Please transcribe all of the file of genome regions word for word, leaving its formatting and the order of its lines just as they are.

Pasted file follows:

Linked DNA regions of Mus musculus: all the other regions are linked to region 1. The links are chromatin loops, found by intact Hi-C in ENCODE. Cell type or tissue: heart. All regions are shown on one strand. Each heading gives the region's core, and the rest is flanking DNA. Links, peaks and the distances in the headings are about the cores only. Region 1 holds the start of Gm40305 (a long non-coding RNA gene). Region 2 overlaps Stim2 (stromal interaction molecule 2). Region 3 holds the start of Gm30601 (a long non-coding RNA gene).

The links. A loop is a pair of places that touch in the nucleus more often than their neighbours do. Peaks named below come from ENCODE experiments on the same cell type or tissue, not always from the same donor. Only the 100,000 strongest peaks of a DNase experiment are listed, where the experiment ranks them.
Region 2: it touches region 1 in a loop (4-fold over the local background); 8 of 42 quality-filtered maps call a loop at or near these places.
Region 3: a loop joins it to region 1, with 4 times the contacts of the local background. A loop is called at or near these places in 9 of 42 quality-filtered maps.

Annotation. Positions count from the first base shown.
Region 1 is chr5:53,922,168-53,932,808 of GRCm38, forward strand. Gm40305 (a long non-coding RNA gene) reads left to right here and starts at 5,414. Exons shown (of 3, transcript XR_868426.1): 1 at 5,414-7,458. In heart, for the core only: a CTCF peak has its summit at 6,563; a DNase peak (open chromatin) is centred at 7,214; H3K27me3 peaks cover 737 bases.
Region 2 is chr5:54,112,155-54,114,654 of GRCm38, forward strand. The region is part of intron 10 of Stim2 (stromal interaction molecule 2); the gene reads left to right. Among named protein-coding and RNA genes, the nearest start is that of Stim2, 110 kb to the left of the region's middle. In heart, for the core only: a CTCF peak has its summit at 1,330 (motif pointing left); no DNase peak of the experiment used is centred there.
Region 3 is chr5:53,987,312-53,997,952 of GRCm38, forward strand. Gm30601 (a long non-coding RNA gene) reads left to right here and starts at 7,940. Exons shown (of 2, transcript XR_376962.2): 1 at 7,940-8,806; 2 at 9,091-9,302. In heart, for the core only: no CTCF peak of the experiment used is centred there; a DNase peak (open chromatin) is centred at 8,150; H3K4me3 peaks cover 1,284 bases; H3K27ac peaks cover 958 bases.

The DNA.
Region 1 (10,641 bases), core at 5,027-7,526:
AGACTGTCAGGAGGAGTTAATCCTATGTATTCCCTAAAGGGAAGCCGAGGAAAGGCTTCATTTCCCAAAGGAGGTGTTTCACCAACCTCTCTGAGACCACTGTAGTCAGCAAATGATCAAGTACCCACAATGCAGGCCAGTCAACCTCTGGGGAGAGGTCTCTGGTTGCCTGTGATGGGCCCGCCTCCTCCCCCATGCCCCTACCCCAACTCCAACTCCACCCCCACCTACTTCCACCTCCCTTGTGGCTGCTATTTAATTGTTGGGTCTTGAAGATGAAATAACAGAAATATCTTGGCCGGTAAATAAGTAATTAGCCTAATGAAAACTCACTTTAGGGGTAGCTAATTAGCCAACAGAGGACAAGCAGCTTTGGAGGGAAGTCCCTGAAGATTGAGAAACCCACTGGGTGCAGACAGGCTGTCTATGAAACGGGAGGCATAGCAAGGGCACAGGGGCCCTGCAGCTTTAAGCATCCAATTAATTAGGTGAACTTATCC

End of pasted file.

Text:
Linked DNA regions of Mus musculus: all the other regions are linked to region 1. The links are chromatin loops, found by intact Hi-C in ENCODE. Cell type or tissue: heart. All regions are shown on one strand. Each heading gives the region's core, and the rest is flanking DNA. Links, peaks and the distances in the headings are about the cores only. Region 1 holds the start of Gm40305 (a long non-coding RNA gene). Region 2 overlaps Stim2 (stromal interaction molecule 2). Region 3 holds the start of Gm30601 (a long non-coding RNA gene).

The links. A loop is a pair of places that touch in the nucleus more often than their neighbours do. Peaks named below come from ENCODE experiments on the same cell type or tissue, not always from the same donor. Only the 100,000 strongest peaks of a DNase experiment are listed, where the experiment ranks them.
Region 2: it touches region 1 in a loop (4-fold over the local background); 8 of 42 quality-filtered maps call a loop at or near these places.
Region 3: a loop joins it to region 1, with 4 times the contacts of the local background. A loop is called at or near these places in 9 of 42 quality-filtered maps.

Annotation. Positions count from the first base shown.
Region 1 is chr5:53,922,168-53,932,808 of GRCm38, forward strand. Gm40305 (a long non-coding RNA gene) reads left to right here and starts at 5,414. Exons shown (of 3, transcript XR_868426.1): 1 at 5,414-7,458. In heart, for the core only: a CTCF peak has its summit at 6,563; a DNase peak (open chromatin) is centred at 7,214; H3K27me3 peaks cover 737 bases.
Region 2 is chr5:54,112,155-54,114,654 of GRCm38, forward strand. The region is part of intron 10 of Stim2 (stromal interaction molecule 2); the gene reads left to right. Among named protein-coding and RNA genes, the nearest start is that of Stim2, 110 kb to the left of the region's middle. In heart, for the core only: a CTCF peak has its summit at 1,330 (motif pointing left); no DNase peak of the experiment used is centred there.
Region 3 is chr5:53,987,312-53,997,952 of GRCm38, forward strand. Gm30601 (a long non-coding RNA gene) reads left to right here and starts at 7,940. Exons shown (of 2, transcript XR_376962.2): 1 at 7,940-8,806; 2 at 9,091-9,302. In heart, for the core only: no CTCF peak of the experiment used is centred there; a DNase peak (open chromatin) is centred at 8,150; H3K4me3 peaks cover 1,284 bases; H3K27ac peaks cover 958 bases.

The DNA.
Region 1 (10,641 bases), core at 5,027-7,526:
AGACTGTCAGGAGGAGTTAATCCTATGTATTCCCTAAAGGGAAGCCGAGGAAAGGCTTCATTTCCCAAAGGAGGTGTTTCACCAACCTCTCTGAGACCACTGTAGTCAGCAAATGATCAAGTACCCACAATGCAGGCCAGTCAACCTCTGGGGAGAGGTCTCTGGTTGCCTGTGATGGGCCCGCCTCCTCCCCCATGCCCCTACCCCAACTCCAACTCCACCCCCACCTACTTCCACCTCCCTTGTGGCTGCTATTTAATTGTTGGGTCTTGAAGATGAAATAACAGAAATATCTTGGCCGGTAAATAAGTAATTAGCCTAATGAAAACTCACTTTAGGGGTAGCTAATTAGCCAACAGAGGACAAGCAGCTTTGGAGGGAAGTCCCTGAAGATTGAGAAACCCACTGGGTGCAGACAGGCTGTCTATGAAACGGGAGGCATAGCAAGGGCACAGGGGCCCTGCAGCTTTAAGCATCCAATTAATTAGGTGAACTTATCC